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Published September 26th, 2012
Project Happiness: Happiness is a Skill Teens Can Learn
By Sophie Braccini
Randy Taran Photo provided

Middle School Dean Kim Parks, of Saklan School in Moraga, wants students to be happy - not only because she cares on a personal level, but because when they aren't happy, they can't work very well. Looking for resources in this area, Parks met producer, director and co-author Randy Taran who created "Project Happiness," which offers tools and curriculum to help kids discover lasting happiness starting from within. For the past two years Parks has incorporated Taran's findings and tested her curriculum at Saklan.
"There is an epidemic of stress, every teacher has to deal with it," says Taran in an interview with Microsoft's Daily Edventures, "but there are ways for each student to be better equipped to access the happiness I feel we were born with."
According to Taran, studies show that 50 percent of happiness is a genetic trait, but 40 percent comes from intentional activities and thoughts. "Happiness is a skill set that can be practiced," she says.
The mother of a teenage daughter who had difficulty dealing with school and social stress, Taran looked for tools to help her, but only found resources for adults and college students, nothing for middle and high school kids. Through Project Happiness, she says young people have a chance to look within, to find what their strengths are, tap into those, learn compassionate communication and learn conflict resolution.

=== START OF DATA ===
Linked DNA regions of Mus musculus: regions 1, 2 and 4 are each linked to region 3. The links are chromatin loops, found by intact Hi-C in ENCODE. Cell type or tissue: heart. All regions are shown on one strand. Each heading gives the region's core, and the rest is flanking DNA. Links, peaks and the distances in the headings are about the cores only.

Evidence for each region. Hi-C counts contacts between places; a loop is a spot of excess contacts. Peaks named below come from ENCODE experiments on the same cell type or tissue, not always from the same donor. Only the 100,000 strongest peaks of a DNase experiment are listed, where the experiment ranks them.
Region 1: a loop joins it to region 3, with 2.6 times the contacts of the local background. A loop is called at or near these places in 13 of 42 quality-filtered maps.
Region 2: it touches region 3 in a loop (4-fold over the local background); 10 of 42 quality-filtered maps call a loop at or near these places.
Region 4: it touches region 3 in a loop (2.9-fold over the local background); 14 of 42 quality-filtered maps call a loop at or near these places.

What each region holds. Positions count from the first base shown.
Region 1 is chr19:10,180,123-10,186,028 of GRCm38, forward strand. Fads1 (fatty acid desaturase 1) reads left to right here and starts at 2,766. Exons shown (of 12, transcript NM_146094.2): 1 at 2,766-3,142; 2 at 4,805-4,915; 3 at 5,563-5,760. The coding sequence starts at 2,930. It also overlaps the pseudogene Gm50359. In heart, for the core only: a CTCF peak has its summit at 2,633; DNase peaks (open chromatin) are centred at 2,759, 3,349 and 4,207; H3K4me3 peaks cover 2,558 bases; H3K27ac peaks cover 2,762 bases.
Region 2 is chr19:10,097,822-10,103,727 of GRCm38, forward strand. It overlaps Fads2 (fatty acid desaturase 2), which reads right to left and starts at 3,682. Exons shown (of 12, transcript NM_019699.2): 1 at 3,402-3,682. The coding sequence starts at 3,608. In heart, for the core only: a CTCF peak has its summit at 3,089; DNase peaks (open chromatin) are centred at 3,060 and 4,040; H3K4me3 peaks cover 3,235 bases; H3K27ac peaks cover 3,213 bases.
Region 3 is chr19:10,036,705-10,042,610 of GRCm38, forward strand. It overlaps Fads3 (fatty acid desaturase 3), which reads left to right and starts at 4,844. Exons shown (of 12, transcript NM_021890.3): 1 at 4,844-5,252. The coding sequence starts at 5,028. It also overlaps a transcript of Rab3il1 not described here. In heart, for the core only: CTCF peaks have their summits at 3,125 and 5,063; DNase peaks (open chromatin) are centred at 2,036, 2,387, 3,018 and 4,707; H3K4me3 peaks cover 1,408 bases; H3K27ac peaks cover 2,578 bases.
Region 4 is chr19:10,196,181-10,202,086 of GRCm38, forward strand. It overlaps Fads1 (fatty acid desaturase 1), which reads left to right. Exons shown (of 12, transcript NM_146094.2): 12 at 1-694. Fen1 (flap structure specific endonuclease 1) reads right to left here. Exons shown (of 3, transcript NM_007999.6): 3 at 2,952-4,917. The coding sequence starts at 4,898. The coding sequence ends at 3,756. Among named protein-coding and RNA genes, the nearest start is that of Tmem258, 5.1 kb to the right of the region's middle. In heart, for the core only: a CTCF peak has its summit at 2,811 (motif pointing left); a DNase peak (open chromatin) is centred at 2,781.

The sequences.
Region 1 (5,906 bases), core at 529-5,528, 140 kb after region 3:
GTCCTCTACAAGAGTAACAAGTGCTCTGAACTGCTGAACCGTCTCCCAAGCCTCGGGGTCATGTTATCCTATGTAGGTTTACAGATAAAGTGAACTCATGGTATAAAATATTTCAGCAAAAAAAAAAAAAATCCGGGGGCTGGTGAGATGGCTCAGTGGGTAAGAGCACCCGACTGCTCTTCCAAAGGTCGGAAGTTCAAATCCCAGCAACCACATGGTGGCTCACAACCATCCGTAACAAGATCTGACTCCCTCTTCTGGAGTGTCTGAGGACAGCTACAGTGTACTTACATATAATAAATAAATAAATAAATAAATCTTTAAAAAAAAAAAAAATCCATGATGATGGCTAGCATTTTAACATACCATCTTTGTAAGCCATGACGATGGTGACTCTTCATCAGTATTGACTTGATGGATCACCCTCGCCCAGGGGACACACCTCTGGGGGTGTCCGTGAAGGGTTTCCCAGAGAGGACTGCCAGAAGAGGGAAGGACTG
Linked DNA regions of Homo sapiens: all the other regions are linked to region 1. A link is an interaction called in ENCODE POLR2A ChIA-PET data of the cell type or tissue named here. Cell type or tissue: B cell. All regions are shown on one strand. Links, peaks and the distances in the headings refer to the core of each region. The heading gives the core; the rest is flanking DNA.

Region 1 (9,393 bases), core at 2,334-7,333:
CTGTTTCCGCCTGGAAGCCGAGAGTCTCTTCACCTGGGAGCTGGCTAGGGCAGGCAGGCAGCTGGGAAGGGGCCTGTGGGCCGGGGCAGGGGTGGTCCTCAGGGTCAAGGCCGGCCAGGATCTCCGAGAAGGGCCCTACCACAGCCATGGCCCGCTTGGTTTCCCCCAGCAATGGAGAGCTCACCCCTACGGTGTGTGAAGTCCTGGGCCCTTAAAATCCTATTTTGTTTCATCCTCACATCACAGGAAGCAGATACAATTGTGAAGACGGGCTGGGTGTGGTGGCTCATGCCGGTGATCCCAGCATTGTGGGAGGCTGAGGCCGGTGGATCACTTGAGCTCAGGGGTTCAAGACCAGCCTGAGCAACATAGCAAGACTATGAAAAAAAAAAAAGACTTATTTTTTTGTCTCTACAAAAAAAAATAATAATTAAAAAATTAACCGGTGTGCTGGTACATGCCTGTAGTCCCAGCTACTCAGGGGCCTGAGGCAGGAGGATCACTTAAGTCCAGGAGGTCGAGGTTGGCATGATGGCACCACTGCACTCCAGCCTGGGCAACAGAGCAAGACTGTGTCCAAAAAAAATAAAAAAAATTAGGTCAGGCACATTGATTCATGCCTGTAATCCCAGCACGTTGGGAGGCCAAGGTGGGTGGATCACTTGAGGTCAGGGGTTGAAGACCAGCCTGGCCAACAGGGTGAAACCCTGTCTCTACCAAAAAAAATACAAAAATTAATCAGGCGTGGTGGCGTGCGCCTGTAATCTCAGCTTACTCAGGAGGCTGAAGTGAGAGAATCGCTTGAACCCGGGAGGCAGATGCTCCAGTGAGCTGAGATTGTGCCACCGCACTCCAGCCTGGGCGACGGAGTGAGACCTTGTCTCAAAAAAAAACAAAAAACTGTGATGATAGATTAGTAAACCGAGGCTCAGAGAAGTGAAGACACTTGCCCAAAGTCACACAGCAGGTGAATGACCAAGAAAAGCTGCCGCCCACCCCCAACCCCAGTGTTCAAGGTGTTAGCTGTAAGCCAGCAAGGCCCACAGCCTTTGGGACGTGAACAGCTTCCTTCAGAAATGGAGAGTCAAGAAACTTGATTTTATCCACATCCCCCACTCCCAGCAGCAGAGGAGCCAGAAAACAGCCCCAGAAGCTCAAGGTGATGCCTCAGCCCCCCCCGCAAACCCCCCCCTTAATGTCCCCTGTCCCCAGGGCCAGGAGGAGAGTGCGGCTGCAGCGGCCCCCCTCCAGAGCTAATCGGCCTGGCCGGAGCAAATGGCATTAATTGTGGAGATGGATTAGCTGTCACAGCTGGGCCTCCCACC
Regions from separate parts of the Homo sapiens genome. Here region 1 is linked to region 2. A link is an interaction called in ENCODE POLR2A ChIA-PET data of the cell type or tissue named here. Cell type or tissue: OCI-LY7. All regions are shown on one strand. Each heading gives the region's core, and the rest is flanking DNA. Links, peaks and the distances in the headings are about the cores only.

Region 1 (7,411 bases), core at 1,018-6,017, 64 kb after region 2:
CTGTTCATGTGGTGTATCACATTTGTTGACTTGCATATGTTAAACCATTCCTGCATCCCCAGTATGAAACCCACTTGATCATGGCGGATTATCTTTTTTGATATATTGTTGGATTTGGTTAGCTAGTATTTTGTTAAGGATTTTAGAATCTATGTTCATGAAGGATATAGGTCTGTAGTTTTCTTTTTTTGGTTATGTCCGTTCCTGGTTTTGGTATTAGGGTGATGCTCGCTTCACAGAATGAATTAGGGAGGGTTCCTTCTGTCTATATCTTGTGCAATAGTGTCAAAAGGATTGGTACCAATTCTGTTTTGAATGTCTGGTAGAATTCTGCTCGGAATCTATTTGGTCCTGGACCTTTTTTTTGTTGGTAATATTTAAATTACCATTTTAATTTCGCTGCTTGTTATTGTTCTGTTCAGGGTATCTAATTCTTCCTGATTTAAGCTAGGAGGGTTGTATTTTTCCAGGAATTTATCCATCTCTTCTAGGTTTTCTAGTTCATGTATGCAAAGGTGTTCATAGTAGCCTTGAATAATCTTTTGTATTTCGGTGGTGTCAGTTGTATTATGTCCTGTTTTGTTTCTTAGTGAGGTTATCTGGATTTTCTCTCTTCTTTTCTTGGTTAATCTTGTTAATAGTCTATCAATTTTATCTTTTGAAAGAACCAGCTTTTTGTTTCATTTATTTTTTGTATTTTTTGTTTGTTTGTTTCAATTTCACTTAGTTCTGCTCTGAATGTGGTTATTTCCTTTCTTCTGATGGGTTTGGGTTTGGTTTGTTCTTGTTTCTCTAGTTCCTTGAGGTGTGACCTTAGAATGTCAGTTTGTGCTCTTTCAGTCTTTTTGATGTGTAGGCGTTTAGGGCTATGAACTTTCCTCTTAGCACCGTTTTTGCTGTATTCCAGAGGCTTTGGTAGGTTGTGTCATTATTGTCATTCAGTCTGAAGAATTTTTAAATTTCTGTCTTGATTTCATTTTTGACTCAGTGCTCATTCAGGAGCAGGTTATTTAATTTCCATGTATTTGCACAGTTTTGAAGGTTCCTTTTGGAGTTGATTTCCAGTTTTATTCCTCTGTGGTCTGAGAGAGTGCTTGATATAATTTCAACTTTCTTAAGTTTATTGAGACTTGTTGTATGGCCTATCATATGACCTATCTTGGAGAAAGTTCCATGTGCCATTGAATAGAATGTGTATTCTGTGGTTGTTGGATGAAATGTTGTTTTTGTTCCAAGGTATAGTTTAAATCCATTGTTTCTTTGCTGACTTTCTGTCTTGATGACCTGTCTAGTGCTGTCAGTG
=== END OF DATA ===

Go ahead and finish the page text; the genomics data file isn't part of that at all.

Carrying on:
At Saklan, Parks has been using the Project Happiness tools and curriculum with the eighth grade leadership class. "The approach is very hands-on and pro-active," says Parks. "The first weeks we start by discussing long term happiness. At first the students speak about playing games or going to parties, but we dig deeper to find what they think will be lasting in their lives." The leadership class works on other aspects, such as the boomerang effect--how what we do affects others and comes back to us--or 'monkey thoughts,' the negative self-talk.
"We teach and practice coping skills," says Parks, "and the students also apply the values we've explored with younger grades and choose a community service project that has meaning for them."
On October 11, Taran will present the project that started it all: an award-winning documentary showing the quest of three groups of kids, one from California, another from Tibet and a third from Nigeria, all looking for what it means to be happy and the skills that can be developed to increase happiness. The documentary records the quest of the students who interviewed people all over the world, from the Dalai Lama to George Lucas, Richard Gere to neuroscientist Richard Davidson, about the nature of lasting happiness. They also engaged in discussions and kept journals.
"They came out of that journey better equipped to own their skills and to access their happiness," says Taran.
After the movie, Parks and Taran will discuss ways to incorporate Project Happiness findings into the school curriculum and into the home. The free presentation will begin at 6 p.m. October 11 at the Holy Trinity Serbian Church, 1700 School Street in Moraga. For more information, visit www.projecthappiness.org/community/events/.


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